FDA Approves For Permanent Treatment Of Advanced Heart Failure Assist Device Pioneered By Texas Heart Institute At St. Luke's Episcopal Hospital
The federal Food and Drug Administration today approved a continuous-flow heart-assist device pioneered at the Texas Heart Institute (THI) at St. Luke's Episcopal Hospital (SLEH) for use as a permanent treatment for advanced heart failure. The approval of the pump device, the HeartMate II, follows several years of clinical trials and is seen as a major milestone for patients in the United States. In any given year there are some 250, 000 people who suffer from advanced heart failure, while only about 2, 000 heart transplants are performed annually in the U.S. In addition to the need far outpacing the supply of donor hearts, many patients, due to a variety of circumstances such as age and medical complications, are simply not candidates for heart transplants. The device was previously approved as a way to "bridge" patients until a donor heart could be found. Today's approval of the device as a destination (meaning permanent) therapy means those patients awaiting transplants, or those ineligible for transplants, have a badly needed new treatment option.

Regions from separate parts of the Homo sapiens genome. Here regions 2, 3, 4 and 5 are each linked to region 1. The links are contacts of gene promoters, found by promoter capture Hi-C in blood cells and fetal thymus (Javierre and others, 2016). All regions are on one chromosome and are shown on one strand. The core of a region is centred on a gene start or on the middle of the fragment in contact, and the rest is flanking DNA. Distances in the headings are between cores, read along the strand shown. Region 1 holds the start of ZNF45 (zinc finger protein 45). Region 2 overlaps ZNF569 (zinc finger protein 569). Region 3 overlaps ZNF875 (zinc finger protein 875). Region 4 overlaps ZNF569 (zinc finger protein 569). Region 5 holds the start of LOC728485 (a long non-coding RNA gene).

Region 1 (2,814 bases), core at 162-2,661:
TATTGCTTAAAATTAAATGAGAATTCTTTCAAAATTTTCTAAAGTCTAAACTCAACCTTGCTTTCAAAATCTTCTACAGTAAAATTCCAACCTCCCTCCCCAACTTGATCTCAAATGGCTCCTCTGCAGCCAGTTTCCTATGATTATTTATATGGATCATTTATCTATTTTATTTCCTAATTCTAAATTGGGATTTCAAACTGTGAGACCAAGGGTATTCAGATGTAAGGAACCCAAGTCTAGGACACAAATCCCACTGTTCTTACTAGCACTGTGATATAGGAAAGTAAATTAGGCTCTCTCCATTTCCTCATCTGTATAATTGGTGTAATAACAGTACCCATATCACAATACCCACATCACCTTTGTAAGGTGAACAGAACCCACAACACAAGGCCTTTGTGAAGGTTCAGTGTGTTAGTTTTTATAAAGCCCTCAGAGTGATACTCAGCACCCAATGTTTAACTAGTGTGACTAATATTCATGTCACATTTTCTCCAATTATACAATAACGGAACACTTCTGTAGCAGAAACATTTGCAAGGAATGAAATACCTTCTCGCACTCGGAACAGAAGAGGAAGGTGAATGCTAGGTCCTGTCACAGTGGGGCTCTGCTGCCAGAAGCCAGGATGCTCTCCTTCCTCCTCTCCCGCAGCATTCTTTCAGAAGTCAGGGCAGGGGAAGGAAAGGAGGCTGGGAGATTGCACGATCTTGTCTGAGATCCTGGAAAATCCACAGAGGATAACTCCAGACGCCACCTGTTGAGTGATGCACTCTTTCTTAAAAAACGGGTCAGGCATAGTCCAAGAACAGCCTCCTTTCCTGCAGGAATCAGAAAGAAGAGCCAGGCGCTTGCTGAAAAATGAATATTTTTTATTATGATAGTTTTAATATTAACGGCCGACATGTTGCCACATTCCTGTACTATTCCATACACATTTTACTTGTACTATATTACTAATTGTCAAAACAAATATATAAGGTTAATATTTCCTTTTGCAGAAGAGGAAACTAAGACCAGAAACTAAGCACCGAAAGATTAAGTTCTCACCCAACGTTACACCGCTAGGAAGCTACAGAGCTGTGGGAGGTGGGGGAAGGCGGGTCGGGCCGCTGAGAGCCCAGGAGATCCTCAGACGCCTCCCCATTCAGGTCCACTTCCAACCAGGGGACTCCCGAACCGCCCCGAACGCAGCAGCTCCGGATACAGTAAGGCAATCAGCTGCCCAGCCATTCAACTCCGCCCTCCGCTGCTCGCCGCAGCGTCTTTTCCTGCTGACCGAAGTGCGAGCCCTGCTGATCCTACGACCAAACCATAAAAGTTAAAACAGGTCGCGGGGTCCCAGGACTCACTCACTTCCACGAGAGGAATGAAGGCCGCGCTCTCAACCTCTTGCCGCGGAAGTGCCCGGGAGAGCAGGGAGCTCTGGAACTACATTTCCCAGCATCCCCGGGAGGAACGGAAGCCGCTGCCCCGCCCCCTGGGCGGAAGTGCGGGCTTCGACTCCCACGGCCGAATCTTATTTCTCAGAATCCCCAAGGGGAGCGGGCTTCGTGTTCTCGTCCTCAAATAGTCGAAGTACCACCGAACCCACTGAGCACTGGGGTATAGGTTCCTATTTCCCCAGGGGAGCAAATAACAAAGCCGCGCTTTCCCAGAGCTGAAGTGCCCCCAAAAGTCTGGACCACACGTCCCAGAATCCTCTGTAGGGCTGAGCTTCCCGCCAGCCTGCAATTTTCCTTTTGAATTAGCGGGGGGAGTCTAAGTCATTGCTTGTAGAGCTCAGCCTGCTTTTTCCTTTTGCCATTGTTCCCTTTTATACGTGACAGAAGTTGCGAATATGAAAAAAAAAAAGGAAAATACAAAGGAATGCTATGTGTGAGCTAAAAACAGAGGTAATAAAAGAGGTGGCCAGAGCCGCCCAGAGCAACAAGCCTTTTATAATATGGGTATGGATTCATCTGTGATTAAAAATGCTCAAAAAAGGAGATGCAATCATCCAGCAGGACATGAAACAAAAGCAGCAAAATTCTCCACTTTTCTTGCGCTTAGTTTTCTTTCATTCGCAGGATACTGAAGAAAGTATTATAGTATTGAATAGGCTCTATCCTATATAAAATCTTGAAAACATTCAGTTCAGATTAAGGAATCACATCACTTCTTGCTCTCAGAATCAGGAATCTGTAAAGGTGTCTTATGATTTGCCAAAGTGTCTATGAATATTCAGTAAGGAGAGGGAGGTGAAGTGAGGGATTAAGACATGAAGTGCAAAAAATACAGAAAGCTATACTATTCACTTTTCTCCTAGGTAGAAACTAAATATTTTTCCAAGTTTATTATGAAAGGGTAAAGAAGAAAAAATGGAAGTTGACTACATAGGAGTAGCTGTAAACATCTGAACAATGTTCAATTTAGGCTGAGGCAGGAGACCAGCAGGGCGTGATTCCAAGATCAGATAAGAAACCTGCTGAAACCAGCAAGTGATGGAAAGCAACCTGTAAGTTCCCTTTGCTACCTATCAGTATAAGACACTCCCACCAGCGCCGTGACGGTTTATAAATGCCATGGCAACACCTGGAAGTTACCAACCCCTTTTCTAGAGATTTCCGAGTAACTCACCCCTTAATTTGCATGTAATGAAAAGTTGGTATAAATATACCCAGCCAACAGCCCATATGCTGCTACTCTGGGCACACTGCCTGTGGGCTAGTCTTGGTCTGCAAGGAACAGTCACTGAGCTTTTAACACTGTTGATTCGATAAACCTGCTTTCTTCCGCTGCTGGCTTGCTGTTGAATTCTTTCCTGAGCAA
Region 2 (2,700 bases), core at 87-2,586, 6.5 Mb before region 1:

Chronic stress following Hurricane Katrina contributed to a three-fold increase in heart attacks in New Orleans more than two years after levee breaches flooded most of the city, according to researchers at Tulane University School of Medicine. Those suffering heart attacks post-Katrina also were significantly more likely to receive coronary interventions, particularly angioplasty to reopen clogged coronary arteries, which suggests these patients may have more severe disease, according to new data presented on Sunday (March 29, 2009) at the American College of Cardiology's 58th Annual Scientific Session in Orlando, Fla. The analysis is one of the first to look at the long-term impact on public health resulting from major disasters such as Hurricane Katrina. Previous studies have found short-term increases in heart attacks and other cardiac events occurring in the immediate hours to weeks after major disasters such as earthquakes or volcano eruptions. "Our data show that the effects of an acute major disaster are not limited to its immediate aftermath, but can linger on for a prolonged duration, " said lead researcher Dr.